Whether they’ve served in the military, for FEMA, or for years as a disaster relief volunteer, the people who know disasters best in Team Rubicon also know how to pack their own disaster prep kits, and why they are critical. Here’s a peek inside three disaster kits, with maybe a few ideas of what to put in your own emergency kit.
Jeff Byard: A Man with a Load Test Plan
Jeff Byard is a longtime emergency management professional who left FEMA and joined Team Rubicon as VP of Government Relations and Emergency Management in 2020. Given all of the disasters he has helped state and national governments respond to, he should know a bit about preparedness.
“There is no question, people who take the time to have a plan and prepare are in a better position for recovery,” said Byard.
Byard is so prepared, he even has an exit plan drawn up, and a location to go to should he and his family need to evacuate.
3 boxes of assorted non-perishable food
2 weather radios that don’t need batteries
2 first aid kits and all necessary medicine in a waterproof/fireproof case that is a grab-and-go
A backup generator that gets load-tested for 5 minutes every Wednesday
$400 emergency cash on hand
Always keep at least half a tank of gas in both cars
Necessary items for personal and family protection
David Burke Packs the Heat
Much of what’s in Team Rubicon’s SVP of Programs and Operations David Burke’s disaster kit doubles as camping gear he admits. That’s because in Durango, CO, many things he’d need in a disaster are interchangeable with what he’d need in the woods. What he might not have in the backcountry, however, is the cans of non-perishable food.
Warmth: I live in Colorado and the winters get cold. Disasters frequently bring long power outages, sleeping bags plus pads to keep you warm and off the ground should you be required to be outside. Also, plenty of warm synthetic clothing that keeps warmth even when wet—you never know exactly what conditions you’ll face post-disaster.
Light: I keep a headlamp in as many places as possible, along with spare batteries to ensure I can find what I’m looking for no matter the power situation. A few glow sticks come in handy to mark hazards or guide people where needed.
Food: Plenty of non-perishable food on hand at the house—all the normal stuff you’d think of, but when it really goes sideways, backpacker food is great and every good Marine should keep Chili Mac within arm’s reach at all times. A little bottle of Cholula comes in handy, too.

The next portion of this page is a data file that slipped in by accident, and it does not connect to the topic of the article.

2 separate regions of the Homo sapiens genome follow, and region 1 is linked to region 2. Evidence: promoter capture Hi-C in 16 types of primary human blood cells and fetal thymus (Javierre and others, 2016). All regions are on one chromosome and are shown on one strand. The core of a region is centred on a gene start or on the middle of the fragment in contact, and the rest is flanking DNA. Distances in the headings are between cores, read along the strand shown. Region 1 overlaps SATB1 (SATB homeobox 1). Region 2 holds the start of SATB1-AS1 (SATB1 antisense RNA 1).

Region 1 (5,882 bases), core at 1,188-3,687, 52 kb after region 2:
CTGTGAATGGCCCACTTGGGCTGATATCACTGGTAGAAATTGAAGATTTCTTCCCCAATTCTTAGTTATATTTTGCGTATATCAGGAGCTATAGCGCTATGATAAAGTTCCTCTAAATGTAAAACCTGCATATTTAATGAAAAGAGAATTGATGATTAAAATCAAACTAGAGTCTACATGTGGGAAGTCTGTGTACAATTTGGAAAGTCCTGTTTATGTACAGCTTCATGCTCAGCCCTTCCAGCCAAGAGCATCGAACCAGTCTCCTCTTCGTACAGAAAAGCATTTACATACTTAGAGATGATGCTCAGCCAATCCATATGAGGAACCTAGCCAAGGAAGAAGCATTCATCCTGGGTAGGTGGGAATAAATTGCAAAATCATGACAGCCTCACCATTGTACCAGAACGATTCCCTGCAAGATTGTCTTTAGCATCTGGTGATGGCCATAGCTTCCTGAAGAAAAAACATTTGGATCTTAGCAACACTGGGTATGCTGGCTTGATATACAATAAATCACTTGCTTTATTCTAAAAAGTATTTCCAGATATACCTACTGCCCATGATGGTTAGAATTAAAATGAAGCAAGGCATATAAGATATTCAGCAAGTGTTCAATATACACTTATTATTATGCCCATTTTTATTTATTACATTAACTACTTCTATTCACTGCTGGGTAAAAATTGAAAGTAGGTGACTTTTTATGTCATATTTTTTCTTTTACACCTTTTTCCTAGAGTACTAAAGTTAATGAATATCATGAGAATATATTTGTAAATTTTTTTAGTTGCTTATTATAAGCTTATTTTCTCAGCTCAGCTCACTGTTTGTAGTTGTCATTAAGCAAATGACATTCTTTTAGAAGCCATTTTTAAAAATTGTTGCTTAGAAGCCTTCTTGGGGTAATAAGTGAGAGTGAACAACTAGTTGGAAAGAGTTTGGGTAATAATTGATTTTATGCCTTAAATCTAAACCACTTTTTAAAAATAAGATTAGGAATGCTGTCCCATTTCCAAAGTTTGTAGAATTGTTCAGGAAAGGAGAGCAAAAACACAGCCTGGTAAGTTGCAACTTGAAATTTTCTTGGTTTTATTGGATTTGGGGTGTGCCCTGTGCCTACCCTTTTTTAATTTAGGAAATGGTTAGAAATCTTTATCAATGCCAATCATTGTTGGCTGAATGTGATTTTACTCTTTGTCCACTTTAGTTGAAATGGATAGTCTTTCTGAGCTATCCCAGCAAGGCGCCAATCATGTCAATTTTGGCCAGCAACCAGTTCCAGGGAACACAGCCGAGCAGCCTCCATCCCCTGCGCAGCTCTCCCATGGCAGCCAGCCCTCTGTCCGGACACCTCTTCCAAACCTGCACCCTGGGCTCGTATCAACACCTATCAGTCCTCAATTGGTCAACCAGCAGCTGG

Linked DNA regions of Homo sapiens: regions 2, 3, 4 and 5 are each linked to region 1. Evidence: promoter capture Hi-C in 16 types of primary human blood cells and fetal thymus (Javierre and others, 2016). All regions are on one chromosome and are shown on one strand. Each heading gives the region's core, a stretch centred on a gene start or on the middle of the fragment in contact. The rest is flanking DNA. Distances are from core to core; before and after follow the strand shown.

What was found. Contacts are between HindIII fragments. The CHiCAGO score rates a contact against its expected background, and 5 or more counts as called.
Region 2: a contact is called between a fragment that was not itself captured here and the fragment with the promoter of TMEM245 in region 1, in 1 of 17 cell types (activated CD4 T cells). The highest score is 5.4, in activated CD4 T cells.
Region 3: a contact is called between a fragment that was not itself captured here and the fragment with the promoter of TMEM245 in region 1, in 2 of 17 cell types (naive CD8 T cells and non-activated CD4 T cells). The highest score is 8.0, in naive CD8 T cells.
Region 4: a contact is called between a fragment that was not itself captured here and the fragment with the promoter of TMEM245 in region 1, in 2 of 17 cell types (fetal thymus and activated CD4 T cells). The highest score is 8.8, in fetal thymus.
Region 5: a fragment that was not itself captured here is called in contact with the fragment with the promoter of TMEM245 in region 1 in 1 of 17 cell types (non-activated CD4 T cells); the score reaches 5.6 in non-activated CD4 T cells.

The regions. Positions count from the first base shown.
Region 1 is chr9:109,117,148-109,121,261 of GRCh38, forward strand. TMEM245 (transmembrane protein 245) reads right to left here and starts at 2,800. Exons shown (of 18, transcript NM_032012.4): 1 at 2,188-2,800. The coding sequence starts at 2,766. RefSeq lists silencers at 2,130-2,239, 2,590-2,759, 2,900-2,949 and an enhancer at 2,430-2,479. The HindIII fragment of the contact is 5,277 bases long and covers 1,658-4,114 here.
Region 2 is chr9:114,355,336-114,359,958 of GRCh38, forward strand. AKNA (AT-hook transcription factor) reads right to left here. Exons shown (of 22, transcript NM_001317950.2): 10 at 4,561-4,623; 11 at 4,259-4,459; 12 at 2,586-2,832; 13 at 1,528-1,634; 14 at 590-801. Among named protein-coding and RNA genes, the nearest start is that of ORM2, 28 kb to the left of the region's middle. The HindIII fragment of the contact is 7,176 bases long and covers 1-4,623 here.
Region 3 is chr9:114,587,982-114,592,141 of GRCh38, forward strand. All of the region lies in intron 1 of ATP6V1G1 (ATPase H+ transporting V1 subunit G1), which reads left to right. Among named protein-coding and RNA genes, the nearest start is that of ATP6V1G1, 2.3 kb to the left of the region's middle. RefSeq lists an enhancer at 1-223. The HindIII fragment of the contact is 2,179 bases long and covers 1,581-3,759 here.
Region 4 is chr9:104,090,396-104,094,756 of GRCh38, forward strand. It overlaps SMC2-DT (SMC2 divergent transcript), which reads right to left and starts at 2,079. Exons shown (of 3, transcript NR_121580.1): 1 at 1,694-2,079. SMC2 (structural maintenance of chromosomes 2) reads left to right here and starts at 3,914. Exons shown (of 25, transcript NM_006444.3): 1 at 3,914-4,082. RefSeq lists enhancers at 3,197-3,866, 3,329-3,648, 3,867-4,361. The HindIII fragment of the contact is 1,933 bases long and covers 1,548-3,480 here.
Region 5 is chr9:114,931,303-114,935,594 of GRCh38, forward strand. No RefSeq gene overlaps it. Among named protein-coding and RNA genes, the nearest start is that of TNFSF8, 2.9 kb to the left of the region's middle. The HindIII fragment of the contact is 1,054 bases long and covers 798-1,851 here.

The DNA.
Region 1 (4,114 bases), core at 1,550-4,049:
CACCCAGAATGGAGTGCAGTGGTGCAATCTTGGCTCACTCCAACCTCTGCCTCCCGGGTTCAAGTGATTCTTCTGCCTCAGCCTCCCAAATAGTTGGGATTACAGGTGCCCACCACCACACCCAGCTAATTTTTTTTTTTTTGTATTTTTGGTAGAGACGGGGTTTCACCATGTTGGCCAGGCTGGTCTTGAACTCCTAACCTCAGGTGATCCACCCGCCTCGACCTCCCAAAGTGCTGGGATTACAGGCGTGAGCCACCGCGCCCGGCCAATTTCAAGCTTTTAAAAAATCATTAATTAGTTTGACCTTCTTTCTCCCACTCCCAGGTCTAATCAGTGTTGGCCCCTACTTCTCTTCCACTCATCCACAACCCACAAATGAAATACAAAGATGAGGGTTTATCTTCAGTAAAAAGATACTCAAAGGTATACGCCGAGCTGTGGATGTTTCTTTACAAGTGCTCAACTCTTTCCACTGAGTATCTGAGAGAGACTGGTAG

Water: Several gallons of water on standby will keep you and yours hydrated and come in handy should you need it to clean any wounds or injuries. I also keep multiple means to “treat” water, including a house stove and a camping stove (with plenty of fuel) for boiling water, a charcoal water purifier, and a chemical purifier to ensure dehydration isn’t something we need to worry about while all else is not working right.
Pat Gustafson is Three Levels of Prepared
Pat Gustafson is a U.S. Army veteran and long time Greyshirt who lives in Wyoming. Her emergency kit doesn’t fit neatly in one bin, it fills a wall.
“I have a disaster shelf unit! It can be hastily packed or grabbed to go or I can use it for my family and friends in place,” explains Gustafson. “I don’t consider myself a preppier. But I am prepared to take care of me and mine.”
Bottom shelf (including, but not limited to): Camping gear: Sleeping supplies, including heavy and lightweight bags, blankets and sheets, pillows, an inflatable air mattress, and electric/ battery inflator pump, a hammock, a large plastic tarp with grommets, 50 ft coil of nylon rope (pink) and 30 ft coil of paracord (pink), tent stakes, tent poles, a small tool kit, disposable Mylar survival blankets, four 6” taper candles; two cans of Sterno; two lighters, and a package of waterproof stick matches, plus a solar lantern.
Middle shelf: All the medical supplies a pop-up medical center might need.
Top shelf: Team Rubicon Gear. Here’s where I keep my Go Bag supplies—everything from Ziploc bags to multiple pairs of boots and that one outfit I can throw one and look civilized if we leave the forward operating base—or when we head home. Plus, a dog leash, dog bones, and a harmonica.